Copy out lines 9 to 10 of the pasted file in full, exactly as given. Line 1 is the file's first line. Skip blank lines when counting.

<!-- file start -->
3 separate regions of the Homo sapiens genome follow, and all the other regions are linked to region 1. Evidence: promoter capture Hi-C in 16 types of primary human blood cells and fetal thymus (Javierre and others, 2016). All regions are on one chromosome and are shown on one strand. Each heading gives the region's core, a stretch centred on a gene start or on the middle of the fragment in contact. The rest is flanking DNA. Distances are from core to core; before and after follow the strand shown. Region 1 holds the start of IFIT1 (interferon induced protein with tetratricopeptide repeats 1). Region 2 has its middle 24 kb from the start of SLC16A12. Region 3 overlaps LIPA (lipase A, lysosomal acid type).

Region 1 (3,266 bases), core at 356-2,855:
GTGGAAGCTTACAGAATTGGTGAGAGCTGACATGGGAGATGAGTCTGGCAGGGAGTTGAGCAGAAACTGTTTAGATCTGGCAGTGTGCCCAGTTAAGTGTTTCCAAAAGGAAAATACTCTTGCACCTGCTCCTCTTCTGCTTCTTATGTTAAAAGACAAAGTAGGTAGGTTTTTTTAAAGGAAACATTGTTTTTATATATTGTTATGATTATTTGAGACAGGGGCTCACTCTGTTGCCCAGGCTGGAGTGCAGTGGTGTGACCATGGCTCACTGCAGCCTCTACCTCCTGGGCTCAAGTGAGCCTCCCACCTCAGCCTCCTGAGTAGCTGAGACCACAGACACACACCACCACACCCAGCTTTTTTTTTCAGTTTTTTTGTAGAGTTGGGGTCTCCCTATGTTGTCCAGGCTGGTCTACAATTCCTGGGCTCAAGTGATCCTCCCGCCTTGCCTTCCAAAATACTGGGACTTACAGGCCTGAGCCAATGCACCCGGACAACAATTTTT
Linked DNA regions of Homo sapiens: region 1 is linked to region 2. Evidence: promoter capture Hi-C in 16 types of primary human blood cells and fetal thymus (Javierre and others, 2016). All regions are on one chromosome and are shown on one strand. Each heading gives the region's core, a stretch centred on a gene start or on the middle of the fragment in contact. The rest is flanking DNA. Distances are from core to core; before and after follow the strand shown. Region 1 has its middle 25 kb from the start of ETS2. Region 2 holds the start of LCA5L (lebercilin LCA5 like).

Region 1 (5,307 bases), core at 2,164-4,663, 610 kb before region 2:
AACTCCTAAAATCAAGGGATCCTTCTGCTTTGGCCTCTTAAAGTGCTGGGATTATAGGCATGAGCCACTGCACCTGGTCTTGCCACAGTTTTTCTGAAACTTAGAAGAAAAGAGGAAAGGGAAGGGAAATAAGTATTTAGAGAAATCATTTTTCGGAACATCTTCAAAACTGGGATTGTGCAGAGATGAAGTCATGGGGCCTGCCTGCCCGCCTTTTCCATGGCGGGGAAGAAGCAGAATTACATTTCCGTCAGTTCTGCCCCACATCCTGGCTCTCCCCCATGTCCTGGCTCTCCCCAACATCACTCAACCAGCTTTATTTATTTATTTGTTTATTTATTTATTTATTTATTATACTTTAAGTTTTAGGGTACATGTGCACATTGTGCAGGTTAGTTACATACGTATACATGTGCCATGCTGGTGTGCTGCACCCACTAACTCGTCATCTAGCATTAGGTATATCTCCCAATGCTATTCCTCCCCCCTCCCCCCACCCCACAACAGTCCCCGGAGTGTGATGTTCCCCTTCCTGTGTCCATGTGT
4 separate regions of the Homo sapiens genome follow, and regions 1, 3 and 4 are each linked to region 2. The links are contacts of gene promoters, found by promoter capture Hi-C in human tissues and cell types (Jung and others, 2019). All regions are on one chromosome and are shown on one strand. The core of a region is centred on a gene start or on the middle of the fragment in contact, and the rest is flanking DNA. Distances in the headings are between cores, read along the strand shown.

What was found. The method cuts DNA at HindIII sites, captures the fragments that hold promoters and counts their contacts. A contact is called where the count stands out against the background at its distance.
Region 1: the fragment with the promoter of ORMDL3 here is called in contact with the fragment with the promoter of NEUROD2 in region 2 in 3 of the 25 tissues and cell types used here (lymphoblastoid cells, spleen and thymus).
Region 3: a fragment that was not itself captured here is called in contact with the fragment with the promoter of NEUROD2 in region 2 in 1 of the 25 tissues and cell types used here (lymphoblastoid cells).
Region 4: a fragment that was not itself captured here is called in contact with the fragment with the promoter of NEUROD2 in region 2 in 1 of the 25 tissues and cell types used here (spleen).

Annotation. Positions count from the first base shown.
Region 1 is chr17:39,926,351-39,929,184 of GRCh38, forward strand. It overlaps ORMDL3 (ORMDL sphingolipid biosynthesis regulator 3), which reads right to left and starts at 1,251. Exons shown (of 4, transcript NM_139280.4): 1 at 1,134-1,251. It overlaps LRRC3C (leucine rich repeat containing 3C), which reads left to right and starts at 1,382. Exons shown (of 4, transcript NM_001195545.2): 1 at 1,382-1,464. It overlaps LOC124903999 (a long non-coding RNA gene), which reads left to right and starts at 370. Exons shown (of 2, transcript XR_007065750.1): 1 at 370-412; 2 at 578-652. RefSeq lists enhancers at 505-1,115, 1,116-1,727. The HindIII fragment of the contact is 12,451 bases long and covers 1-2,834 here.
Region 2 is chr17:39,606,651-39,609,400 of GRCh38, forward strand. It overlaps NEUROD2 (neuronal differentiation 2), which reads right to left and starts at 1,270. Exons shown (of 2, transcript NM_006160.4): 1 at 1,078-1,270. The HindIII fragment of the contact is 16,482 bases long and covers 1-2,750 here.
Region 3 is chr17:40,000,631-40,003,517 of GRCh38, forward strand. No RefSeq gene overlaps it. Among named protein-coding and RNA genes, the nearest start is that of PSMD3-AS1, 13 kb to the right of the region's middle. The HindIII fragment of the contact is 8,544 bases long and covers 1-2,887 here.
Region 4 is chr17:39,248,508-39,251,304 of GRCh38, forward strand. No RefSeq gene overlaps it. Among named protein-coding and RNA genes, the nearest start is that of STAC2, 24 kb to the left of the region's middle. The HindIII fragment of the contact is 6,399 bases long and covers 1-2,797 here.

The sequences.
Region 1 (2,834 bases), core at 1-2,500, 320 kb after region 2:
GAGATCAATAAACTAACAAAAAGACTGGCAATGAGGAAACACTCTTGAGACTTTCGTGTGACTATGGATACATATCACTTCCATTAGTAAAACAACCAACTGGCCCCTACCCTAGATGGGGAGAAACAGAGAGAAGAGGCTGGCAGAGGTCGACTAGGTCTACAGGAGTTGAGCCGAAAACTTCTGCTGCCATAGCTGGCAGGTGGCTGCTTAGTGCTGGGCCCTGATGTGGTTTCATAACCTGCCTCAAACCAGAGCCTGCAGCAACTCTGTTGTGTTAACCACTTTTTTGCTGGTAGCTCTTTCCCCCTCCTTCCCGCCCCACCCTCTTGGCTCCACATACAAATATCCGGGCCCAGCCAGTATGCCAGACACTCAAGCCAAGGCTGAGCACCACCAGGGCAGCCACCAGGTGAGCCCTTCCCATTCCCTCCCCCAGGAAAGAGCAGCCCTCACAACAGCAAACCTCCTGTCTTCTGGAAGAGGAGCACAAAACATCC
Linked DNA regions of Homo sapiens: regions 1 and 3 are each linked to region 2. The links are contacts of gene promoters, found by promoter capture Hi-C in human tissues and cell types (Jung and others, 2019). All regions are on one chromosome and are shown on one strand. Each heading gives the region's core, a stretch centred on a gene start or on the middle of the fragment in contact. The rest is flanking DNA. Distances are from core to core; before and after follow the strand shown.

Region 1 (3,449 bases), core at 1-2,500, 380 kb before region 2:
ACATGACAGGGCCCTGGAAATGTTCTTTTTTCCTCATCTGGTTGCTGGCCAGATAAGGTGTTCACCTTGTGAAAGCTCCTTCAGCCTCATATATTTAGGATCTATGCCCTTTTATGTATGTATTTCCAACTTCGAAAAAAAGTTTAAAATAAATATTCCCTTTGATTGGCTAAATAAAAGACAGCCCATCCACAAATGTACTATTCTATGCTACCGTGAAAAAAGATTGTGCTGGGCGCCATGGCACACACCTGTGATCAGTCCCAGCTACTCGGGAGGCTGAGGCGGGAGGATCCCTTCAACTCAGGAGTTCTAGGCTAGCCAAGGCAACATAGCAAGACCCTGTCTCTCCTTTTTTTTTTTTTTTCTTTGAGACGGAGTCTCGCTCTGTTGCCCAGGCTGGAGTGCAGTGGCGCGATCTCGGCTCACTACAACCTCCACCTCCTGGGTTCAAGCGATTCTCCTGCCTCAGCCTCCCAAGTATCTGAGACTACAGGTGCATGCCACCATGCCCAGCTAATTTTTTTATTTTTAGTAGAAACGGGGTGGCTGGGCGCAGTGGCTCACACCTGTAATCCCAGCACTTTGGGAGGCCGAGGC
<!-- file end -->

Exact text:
Region 1: the fragment with the promoter of ORMDL3 here is called in contact with the fragment with the promoter of NEUROD2 in region 2 in 3 of the 25 tissues and cell types used here (lymphoblastoid cells, spleen and thymus).
Region 3: a fragment that was not itself captured here is called in contact with the fragment with the promoter of NEUROD2 in region 2 in 1 of the 25 tissues and cell types used here (lymphoblastoid cells).